While Keenan and Amsler made their way to Los Angeles with Sinatra Jr. in tow, Foss managed to untie himself and immediately called the police. The police, in turn, notified Frank Sinatra. Keenan, aware that Foss would likely make a break for it, made a deal with Sinatra Jr. “I said, ‘Frank, your friend’s going to get up before we get out of Lake Tahoe, and I’m concerned that there’s going to be gunplay,'” Keenan later explained. “‘There’s one way that we can work this out, and that’s if you play along with us, and we pretend that we’re just guys out having a good time.'” Sinatra Jr., not having many other options, ended up submitting, allowing Keenan and Amsler to evade capture despite being pulled over by police.
After driving for 400 miles, Keenan, Amsler and Sinatra Jr. arrived at their LA base, at which point they were met by fellow conspirator John Irwin, who had just called Frank Sinatra and demanded $240,000 in exchange for the release of his son. The FBI, who by this point had liaised with Frank Sinatra and his wife, advised the worried parents to pay the ransom and then allow their agents to track their money and capture the kidnappers. Following this suggestion, Sinatra Sr. gave the money to the FBI, who then photographed it before dropping it off at the agreed location. That’s when things started to unravel for Keenan and Co. While on their way to pick up the money, Irwin, who was little more than a bundle of nerves by this time, decided to release the hostage. After walking around LA in a state of befuddlement for a little while, Sinatra Jr. eventually found a security guard, who agreed to take him to his sister Nancy’s house.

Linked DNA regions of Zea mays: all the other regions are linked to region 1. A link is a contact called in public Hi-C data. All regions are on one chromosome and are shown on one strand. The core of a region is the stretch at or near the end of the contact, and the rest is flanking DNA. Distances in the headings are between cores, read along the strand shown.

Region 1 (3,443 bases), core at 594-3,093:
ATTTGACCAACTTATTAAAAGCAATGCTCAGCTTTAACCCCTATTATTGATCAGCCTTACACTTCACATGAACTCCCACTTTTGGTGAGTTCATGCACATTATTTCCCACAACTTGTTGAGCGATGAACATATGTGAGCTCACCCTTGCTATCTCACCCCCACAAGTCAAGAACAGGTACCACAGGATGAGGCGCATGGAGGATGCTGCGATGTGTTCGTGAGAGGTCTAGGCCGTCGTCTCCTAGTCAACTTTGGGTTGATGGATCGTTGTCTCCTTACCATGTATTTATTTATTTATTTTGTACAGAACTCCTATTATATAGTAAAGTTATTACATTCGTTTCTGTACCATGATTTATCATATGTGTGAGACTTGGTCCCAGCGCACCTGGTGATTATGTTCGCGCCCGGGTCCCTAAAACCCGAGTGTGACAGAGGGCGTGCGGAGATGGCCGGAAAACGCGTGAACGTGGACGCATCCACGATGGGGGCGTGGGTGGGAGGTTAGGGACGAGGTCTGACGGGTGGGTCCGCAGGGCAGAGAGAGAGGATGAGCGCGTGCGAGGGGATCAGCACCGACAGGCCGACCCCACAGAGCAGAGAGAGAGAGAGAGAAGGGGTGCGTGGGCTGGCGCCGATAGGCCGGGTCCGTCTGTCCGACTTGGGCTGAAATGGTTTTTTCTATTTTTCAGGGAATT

For a while, it seemed as though Keenan and the kidnappers might avoid capture altogether. Sinatra Jr. described his captors to the authorities as best he could, but, being blindfolded, there was only so much information he could give. Eventually, however, Irwin was captured and blabbed on his co-conspirators. At a widely publicised trial, Keenan and Amsler were sentenced to life in prison, while Irwin was sentenced to 75 years.
But, in reality, the trio served but a fraction of their total sentence. Indeed, as Keenan recalled: “They said in effect that I was legally and mentally insane at the time of the kidnapping, and we had no criminal malice, and didn’t fit the profile of normal criminals.” Subsequently, Amsler and Irwin served only three and a half years, Keenan, four and a half. Following his release, Keenan became an incredibly powerful figure in the world of real estate and, in 1999, was offered $1.5million by Columbia to recount the story of the kidnapping on film. However, Frank Sinatra Jr. filed a lawsuit that led to a court ruling forbidding any of the conspirators to profit financially from their crimes, a final victory against a man whose crimes were motivated as much by class anxiety as they were by desperation.